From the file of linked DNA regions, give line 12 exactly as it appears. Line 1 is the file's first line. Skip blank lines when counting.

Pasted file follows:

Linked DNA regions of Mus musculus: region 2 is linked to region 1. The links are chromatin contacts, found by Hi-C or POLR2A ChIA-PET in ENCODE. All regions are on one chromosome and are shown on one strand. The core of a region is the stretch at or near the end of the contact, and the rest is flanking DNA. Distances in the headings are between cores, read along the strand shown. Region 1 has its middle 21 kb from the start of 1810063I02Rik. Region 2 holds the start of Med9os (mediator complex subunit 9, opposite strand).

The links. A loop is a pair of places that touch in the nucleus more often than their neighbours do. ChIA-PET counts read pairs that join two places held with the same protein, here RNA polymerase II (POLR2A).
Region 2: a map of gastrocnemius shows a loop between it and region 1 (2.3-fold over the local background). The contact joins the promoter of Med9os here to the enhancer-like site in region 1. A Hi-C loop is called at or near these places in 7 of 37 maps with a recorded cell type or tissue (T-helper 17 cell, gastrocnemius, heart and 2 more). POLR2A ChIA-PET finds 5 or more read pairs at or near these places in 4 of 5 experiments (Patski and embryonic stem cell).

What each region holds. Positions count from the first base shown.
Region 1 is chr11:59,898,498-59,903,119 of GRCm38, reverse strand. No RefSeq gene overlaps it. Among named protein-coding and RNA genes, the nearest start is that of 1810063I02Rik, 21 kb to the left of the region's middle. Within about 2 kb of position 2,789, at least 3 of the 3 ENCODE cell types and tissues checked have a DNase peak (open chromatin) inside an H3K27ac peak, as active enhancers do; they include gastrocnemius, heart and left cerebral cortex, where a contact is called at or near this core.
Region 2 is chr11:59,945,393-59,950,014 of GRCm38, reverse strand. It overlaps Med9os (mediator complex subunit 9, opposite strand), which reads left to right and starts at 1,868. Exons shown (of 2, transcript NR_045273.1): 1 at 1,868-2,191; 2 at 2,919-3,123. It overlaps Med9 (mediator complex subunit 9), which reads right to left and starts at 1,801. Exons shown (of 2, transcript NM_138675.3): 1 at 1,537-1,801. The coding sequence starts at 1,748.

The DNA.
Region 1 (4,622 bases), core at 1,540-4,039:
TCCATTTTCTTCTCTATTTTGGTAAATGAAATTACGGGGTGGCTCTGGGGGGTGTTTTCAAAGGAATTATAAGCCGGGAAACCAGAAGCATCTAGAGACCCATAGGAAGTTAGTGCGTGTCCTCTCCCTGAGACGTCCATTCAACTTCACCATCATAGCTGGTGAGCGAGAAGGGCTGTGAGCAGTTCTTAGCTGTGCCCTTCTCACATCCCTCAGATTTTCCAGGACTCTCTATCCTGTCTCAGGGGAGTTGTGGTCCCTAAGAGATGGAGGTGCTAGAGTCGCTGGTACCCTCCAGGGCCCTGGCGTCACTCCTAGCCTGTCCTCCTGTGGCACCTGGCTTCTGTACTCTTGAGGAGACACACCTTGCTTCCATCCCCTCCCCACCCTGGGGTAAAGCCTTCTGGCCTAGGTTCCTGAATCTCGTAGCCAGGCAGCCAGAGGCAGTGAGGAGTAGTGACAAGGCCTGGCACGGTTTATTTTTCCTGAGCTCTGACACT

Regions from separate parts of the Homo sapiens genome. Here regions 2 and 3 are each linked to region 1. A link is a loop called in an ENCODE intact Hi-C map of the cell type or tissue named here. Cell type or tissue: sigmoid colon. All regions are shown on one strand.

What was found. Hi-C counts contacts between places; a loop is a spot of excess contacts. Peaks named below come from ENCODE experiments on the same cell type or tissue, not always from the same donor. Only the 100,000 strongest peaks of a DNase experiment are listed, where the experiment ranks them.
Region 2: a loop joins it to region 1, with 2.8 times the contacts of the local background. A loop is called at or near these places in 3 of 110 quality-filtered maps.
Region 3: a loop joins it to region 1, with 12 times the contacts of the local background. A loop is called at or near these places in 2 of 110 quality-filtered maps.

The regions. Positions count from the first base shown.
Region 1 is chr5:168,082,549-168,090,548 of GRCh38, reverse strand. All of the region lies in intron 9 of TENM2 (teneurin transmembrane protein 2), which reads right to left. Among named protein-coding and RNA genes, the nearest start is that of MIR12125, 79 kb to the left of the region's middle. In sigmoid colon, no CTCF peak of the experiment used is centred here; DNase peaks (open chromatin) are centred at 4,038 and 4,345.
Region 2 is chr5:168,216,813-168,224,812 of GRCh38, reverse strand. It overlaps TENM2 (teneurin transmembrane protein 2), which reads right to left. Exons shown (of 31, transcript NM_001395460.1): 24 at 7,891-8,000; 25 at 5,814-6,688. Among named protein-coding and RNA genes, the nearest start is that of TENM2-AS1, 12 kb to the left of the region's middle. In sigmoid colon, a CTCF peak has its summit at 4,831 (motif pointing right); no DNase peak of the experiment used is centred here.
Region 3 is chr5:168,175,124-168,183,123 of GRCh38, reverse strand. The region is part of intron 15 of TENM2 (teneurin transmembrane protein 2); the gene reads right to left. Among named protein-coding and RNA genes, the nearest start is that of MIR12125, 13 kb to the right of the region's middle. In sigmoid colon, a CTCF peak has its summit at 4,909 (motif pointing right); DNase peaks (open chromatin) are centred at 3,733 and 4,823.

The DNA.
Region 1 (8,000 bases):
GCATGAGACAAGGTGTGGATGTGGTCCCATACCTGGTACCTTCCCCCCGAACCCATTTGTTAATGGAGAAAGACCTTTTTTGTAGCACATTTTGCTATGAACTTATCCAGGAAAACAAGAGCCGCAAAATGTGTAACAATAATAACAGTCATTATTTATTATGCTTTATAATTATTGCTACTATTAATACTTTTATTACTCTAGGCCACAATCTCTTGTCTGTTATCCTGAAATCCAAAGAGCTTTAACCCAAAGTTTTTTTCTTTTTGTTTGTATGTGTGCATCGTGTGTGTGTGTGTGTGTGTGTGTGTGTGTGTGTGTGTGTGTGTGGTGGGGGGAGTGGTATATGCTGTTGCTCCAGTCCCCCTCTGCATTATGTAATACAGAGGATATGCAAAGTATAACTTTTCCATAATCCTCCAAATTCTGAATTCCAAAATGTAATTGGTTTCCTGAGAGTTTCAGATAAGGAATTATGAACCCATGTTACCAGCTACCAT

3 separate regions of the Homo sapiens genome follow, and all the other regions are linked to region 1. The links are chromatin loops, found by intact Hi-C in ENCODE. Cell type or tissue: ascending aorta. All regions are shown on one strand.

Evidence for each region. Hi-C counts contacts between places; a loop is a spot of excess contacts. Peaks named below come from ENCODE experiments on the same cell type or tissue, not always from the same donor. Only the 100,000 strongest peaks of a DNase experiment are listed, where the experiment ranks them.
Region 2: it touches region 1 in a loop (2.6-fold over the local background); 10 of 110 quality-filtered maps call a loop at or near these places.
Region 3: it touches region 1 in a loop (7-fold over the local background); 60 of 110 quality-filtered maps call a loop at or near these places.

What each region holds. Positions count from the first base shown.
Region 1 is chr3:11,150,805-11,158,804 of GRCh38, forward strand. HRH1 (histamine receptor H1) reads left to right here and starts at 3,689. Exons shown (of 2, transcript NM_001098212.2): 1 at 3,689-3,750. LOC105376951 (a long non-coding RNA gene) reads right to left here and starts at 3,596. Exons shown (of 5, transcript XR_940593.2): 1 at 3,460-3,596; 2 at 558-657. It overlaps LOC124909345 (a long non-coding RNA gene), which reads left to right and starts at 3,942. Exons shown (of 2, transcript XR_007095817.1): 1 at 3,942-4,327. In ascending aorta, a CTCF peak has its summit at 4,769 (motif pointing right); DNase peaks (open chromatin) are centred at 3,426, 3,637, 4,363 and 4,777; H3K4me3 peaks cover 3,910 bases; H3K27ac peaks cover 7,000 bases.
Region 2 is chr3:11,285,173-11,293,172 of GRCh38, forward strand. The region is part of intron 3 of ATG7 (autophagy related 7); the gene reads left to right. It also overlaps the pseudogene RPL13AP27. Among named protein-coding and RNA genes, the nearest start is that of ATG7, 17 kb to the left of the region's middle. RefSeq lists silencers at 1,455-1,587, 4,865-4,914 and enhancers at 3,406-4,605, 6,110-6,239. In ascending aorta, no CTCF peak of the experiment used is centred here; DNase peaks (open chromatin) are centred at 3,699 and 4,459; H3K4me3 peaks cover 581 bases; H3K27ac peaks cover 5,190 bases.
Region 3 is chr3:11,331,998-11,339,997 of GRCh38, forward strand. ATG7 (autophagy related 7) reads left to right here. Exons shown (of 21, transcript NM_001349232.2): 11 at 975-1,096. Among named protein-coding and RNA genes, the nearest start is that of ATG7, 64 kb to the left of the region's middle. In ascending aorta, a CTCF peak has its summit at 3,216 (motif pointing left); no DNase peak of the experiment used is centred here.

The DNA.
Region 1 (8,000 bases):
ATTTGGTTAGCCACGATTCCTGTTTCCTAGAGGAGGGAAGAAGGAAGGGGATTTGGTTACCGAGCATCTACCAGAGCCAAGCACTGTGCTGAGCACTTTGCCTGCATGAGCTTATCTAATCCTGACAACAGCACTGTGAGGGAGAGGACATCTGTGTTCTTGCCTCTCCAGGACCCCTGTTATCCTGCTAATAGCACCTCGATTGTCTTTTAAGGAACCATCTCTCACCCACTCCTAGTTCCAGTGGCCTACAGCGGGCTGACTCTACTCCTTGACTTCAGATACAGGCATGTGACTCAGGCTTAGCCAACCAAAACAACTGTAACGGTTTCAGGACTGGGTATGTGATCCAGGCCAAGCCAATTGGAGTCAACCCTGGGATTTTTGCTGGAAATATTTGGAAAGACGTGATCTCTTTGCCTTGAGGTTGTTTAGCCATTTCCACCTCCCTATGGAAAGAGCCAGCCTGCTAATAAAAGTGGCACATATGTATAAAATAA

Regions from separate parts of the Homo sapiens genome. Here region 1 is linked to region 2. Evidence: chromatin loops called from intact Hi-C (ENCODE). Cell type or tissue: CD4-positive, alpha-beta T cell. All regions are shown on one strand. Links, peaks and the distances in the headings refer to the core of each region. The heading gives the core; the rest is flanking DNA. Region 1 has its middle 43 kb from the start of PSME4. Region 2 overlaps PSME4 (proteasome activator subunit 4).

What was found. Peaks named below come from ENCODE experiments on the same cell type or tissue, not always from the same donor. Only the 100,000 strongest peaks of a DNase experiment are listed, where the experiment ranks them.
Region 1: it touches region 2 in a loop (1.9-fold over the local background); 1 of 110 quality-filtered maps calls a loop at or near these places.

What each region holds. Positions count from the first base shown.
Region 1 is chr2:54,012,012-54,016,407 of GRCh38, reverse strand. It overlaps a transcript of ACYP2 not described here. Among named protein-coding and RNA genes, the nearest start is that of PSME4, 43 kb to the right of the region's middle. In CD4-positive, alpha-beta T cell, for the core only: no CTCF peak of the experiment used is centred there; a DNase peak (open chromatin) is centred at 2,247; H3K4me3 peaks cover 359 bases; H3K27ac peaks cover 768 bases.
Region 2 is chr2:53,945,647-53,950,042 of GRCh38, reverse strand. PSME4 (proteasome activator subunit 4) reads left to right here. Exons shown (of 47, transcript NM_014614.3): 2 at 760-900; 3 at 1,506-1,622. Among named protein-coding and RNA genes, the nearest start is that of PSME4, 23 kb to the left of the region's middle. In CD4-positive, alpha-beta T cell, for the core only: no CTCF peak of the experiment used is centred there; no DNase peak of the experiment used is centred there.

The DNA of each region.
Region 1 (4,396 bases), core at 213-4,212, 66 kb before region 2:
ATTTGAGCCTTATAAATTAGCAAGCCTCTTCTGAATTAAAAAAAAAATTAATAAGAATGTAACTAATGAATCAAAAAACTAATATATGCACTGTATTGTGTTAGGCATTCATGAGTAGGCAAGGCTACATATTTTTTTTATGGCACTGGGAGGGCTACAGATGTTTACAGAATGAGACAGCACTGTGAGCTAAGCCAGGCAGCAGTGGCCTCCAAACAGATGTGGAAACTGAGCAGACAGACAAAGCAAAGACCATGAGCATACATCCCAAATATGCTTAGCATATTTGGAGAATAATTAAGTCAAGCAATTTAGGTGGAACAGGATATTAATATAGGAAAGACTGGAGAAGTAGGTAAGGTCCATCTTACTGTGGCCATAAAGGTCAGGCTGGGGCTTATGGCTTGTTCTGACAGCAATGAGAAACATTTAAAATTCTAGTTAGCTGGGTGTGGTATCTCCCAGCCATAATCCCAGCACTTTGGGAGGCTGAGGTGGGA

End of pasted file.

Region 2: a loop joins it to region 1, with 2.8 times the contacts of the local background. A loop is called at or near these places in 3 of 110 quality-filtered maps.